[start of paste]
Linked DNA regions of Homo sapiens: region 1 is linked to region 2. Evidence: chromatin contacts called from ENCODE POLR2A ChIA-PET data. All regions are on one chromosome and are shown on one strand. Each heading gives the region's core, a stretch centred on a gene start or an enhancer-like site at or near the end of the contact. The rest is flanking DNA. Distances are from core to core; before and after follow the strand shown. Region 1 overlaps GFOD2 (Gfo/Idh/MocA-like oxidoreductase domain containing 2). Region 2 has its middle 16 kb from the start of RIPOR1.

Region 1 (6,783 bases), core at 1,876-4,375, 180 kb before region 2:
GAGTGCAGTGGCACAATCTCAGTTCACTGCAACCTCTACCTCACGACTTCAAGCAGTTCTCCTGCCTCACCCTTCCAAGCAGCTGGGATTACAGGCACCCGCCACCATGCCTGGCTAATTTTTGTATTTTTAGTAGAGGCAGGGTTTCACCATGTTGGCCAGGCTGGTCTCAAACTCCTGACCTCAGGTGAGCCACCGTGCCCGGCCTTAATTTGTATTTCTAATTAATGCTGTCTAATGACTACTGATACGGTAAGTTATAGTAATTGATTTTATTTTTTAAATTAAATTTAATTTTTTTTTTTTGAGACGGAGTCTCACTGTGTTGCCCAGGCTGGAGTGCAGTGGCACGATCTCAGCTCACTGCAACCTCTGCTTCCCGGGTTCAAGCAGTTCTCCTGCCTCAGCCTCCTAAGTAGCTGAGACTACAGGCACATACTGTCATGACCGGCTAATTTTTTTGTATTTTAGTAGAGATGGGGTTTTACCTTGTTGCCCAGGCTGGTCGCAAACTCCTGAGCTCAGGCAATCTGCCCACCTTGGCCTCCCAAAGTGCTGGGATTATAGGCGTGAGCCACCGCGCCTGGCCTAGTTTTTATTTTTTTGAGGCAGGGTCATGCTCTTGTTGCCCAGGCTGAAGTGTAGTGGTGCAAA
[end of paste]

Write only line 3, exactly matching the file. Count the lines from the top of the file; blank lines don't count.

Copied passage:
GAGTGCAGTGGCACAATCTCAGTTCACTGCAACCTCTACCTCACGACTTCAAGCAGTTCTCCTGCCTCACCCTTCCAAGCAGCTGGGATTACAGGCACCCGCCACCATGCCTGGCTAATTTTTGTATTTTTAGTAGAGGCAGGGTTTCACCATGTTGGCCAGGCTGGTCTCAAACTCCTGACCTCAGGTGAGCCACCGTGCCCGGCCTTAATTTGTATTTCTAATTAATGCTGTCTAATGACTACTGATACGGTAAGTTATAGTAATTGATTTTATTTTTTAAATTAAATTTAATTTTTTTTTTTTGAGACGGAGTCTCACTGTGTTGCCCAGGCTGGAGTGCAGTGGCACGATCTCAGCTCACTGCAACCTCTGCTTCCCGGGTTCAAGCAGTTCTCCTGCCTCAGCCTCCTAAGTAGCTGAGACTACAGGCACATACTGTCATGACCGGCTAATTTTTTTGTATTTTAGTAGAGATGGGGTTTTACCTTGTTGCCCAGGCTGGTCGCAAACTCCTGAGCTCAGGCAATCTGCCCACCTTGGCCTCCCAAAGTGCTGGGATTATAGGCGTGAGCCACCGCGCCTGGCCTAGTTTTTATTTTTTTGAGGCAGGGTCATGCTCTTGTTGCCCAGGCTGAAGTGTAGTGGTGCAAA